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The ethical principles upon which the British security authorities should be allowed to monitor social media are laid out in a report published by the think tank Demos.
In the year of the Diamond Jubilee and the Olympics, #Intelligence argues that social media intelligence – ‘SOCMINT’ – could play a key role in keeping the public safe and should become an important part of intelligence and policing work.
The authors say that the explosion in the use of social media provides an opportunity to generate intelligence that could help identify criminal activity, indicate early warning of outbreaks of disorder, provide information and intelligence about groups and individuals, or help understand and respond to public concerns.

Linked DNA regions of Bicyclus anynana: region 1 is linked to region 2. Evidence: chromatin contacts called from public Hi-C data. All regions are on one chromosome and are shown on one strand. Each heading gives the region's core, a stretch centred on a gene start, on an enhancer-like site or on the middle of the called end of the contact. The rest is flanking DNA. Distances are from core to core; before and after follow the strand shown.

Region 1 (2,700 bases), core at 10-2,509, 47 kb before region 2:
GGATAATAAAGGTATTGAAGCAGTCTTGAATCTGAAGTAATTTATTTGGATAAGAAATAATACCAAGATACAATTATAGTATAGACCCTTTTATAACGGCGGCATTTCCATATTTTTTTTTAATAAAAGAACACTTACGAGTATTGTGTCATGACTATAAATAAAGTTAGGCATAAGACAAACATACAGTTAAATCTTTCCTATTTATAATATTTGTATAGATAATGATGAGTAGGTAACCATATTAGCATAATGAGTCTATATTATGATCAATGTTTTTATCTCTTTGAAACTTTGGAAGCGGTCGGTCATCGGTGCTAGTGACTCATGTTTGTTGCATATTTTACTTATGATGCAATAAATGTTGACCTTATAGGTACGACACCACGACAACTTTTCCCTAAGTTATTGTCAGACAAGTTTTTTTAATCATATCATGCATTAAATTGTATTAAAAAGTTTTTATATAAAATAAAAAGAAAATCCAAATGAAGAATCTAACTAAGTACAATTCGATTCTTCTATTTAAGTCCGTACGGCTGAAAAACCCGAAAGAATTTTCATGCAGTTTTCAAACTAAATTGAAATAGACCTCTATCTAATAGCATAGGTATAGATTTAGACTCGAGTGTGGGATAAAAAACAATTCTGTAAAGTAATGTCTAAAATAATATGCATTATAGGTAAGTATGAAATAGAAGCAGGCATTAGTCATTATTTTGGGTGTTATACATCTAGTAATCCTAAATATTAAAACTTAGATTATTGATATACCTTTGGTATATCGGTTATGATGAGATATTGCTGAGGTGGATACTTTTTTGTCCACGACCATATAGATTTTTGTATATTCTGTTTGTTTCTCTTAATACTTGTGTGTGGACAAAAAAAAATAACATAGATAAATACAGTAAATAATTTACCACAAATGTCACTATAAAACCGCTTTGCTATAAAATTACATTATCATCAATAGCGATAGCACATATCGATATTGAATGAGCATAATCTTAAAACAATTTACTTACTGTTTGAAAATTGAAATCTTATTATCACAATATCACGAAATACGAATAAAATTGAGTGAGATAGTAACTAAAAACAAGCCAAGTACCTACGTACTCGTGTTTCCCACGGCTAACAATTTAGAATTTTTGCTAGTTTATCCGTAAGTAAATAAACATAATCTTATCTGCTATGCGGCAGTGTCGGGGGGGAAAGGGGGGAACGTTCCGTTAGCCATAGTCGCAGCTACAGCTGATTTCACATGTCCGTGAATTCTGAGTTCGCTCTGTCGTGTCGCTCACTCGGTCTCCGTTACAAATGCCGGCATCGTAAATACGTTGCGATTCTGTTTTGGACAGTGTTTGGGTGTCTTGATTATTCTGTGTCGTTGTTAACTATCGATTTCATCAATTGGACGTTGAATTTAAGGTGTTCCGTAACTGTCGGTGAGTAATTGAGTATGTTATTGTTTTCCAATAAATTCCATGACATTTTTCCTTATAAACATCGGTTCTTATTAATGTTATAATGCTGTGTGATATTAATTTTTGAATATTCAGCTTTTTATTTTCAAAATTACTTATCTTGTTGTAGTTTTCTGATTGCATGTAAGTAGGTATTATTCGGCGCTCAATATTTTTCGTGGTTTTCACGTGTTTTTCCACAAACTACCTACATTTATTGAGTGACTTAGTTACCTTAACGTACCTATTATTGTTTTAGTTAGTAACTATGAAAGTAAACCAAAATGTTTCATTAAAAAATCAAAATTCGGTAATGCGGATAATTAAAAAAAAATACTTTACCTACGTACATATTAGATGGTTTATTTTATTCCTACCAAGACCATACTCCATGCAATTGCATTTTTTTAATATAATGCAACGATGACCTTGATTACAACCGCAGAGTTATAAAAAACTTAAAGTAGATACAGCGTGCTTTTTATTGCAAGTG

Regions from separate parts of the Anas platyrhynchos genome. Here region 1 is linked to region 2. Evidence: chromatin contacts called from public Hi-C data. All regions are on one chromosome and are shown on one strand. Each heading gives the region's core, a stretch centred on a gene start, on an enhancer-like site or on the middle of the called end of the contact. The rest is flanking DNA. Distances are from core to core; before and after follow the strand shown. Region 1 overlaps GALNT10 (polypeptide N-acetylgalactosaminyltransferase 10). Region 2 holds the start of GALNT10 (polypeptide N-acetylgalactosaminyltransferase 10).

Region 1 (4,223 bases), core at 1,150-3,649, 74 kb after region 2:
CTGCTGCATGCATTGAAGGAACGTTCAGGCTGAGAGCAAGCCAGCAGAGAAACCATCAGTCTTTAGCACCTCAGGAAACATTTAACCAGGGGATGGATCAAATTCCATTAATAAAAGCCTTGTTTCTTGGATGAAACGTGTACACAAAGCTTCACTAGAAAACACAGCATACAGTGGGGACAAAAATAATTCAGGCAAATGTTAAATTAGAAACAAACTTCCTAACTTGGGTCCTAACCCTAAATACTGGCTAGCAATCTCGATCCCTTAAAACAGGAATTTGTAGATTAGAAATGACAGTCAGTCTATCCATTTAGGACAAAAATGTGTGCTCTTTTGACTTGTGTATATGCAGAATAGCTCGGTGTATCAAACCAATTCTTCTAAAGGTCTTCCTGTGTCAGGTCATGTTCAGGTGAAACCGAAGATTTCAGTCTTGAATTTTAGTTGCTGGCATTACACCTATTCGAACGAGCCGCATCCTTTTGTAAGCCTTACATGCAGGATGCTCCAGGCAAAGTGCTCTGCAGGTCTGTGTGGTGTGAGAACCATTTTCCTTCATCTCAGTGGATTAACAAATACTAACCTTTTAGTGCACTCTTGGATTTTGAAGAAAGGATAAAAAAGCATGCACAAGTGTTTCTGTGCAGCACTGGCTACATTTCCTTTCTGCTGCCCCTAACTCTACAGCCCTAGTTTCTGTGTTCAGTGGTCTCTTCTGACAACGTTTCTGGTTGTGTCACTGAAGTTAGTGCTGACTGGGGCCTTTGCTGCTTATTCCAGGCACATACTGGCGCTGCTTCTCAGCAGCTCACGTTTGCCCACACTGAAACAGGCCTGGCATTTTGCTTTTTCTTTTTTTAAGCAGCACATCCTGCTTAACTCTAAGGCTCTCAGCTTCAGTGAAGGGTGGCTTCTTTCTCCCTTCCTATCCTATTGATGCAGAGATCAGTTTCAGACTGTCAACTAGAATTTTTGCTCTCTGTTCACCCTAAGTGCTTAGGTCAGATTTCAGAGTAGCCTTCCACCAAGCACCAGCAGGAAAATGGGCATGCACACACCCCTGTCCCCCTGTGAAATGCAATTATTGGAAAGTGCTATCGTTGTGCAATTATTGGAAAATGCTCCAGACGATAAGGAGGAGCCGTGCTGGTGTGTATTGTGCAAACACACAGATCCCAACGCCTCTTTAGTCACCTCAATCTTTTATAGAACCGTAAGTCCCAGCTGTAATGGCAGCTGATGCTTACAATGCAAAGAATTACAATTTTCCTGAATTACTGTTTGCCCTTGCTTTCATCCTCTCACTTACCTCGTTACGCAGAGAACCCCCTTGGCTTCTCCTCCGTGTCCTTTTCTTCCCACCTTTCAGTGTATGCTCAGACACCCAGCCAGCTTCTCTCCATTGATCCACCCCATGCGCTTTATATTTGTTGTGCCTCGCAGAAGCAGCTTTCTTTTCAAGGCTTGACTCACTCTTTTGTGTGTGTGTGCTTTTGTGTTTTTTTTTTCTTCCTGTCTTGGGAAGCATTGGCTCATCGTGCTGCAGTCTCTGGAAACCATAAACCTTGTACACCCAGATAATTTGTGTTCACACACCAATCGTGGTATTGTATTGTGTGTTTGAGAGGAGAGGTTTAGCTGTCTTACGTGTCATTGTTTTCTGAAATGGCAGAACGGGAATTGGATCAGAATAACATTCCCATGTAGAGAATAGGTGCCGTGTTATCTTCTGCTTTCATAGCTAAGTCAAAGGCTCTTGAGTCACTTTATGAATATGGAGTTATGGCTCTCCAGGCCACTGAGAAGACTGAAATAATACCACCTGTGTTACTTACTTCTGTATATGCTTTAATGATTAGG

#Intelligence presents six principles for how social media can be collected and used in a way that is both effective and ethical: serving the public while respecting the right to privacy and the need the keep the internet as a free and open space. It puts forward a dual-route approach, which distinguishes between:
‘Open-source, non-intrusive SOCMINT’ which would not be used to identify individuals or as a means of criminal investigation and should not puncture the privacy wishes of any user. It can be conducted on a similar basis to non-state actors, such as universities and commercial companies. This might include such activity as openly crowd sourcing information through Twitter or Facebook to gain situational awareness in the event of public disorder or gauging general levels of community tension.